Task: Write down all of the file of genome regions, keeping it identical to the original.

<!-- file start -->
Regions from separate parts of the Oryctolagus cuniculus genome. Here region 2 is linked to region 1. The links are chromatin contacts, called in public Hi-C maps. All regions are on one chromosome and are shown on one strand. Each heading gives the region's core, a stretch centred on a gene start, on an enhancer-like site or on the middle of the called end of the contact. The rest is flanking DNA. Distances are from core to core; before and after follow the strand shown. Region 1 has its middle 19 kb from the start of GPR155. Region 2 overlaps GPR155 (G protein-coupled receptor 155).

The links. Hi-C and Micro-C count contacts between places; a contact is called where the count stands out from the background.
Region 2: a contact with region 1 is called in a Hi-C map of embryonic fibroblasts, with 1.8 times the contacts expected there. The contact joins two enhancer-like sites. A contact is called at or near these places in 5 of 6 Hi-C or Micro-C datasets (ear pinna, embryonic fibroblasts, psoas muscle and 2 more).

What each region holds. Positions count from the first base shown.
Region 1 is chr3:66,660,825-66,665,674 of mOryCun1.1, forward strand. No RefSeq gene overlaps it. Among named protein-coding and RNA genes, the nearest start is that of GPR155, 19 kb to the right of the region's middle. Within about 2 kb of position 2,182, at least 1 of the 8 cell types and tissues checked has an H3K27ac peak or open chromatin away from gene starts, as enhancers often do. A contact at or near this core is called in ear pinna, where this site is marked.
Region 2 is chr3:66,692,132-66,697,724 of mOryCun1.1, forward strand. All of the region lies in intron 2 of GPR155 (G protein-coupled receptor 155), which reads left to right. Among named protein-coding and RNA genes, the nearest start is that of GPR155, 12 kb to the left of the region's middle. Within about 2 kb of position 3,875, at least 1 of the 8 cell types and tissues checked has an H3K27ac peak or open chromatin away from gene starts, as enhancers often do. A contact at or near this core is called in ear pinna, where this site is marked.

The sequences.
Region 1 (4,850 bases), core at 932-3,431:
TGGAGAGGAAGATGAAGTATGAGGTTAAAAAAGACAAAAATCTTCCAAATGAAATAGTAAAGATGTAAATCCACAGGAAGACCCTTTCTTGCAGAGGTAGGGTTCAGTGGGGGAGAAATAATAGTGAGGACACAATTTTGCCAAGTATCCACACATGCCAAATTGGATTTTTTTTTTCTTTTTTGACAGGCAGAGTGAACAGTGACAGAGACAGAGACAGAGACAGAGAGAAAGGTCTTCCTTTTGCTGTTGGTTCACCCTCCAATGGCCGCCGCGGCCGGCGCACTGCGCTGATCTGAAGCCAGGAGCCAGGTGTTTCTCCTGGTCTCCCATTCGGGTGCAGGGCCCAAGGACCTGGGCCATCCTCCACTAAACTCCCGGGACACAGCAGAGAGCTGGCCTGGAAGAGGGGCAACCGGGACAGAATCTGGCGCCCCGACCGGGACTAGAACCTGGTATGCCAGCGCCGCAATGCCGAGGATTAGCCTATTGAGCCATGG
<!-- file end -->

Regions from separate parts of the Oryctolagus cuniculus genome. Here region 2 is linked to region 1. The links are chromatin contacts, called in public Hi-C maps. All regions are on one chromosome and are shown on one strand. Each heading gives the region's core, a stretch centred on a gene start, on an enhancer-like site or on the middle of the called end of the contact. The rest is flanking DNA. Distances are from core to core; before and after follow the strand shown. Region 1 has its middle 19 kb from the start of GPR155. Region 2 overlaps GPR155 (G protein-coupled receptor 155).

The links. Hi-C and Micro-C count contacts between places; a contact is called where the count stands out from the background.
Region 2: a contact with region 1 is called in a Hi-C map of embryonic fibroblasts, with 1.8 times the contacts expected there. The contact joins two enhancer-like sites. A contact is called at or near these places in 5 of 6 Hi-C or Micro-C datasets (ear pinna, embryonic fibroblasts, psoas muscle and 2 more).

What each region holds. Positions count from the first base shown.
Region 1 is chr3:66,660,825-66,665,674 of mOryCun1.1, forward strand. No RefSeq gene overlaps it. Among named protein-coding and RNA genes, the nearest start is that of GPR155, 19 kb to the right of the region's middle. Within about 2 kb of position 2,182, at least 1 of the 8 cell types and tissues checked has an H3K27ac peak or open chromatin away from gene starts, as enhancers often do. A contact at or near this core is called in ear pinna, where this site is marked.
Region 2 is chr3:66,692,132-66,697,724 of mOryCun1.1, forward strand. All of the region lies in intron 2 of GPR155 (G protein-coupled receptor 155), which reads left to right. Among named protein-coding and RNA genes, the nearest start is that of GPR155, 12 kb to the left of the region's middle. Within about 2 kb of position 3,875, at least 1 of the 8 cell types and tissues checked has an H3K27ac peak or open chromatin away from gene starts, as enhancers often do. A contact at or near this core is called in ear pinna, where this site is marked.

The sequences.
Region 1 (4,850 bases), core at 932-3,431:
TGGAGAGGAAGATGAAGTATGAGGTTAAAAAAGACAAAAATCTTCCAAATGAAATAGTAAAGATGTAAATCCACAGGAAGACCCTTTCTTGCAGAGGTAGGGTTCAGTGGGGGAGAAATAATAGTGAGGACACAATTTTGCCAAGTATCCACACATGCCAAATTGGATTTTTTTTTTCTTTTTTGACAGGCAGAGTGAACAGTGACAGAGACAGAGACAGAGACAGAGAGAAAGGTCTTCCTTTTGCTGTTGGTTCACCCTCCAATGGCCGCCGCGGCCGGCGCACTGCGCTGATCTGAAGCCAGGAGCCAGGTGTTTCTCCTGGTCTCCCATTCGGGTGCAGGGCCCAAGGACCTGGGCCATCCTCCACTAAACTCCCGGGACACAGCAGAGAGCTGGCCTGGAAGAGGGGCAACCGGGACAGAATCTGGCGCCCCGACCGGGACTAGAACCTGGTATGCCAGCGCCGCAATGCCGAGGATTAGCCTATTGAGCCATGG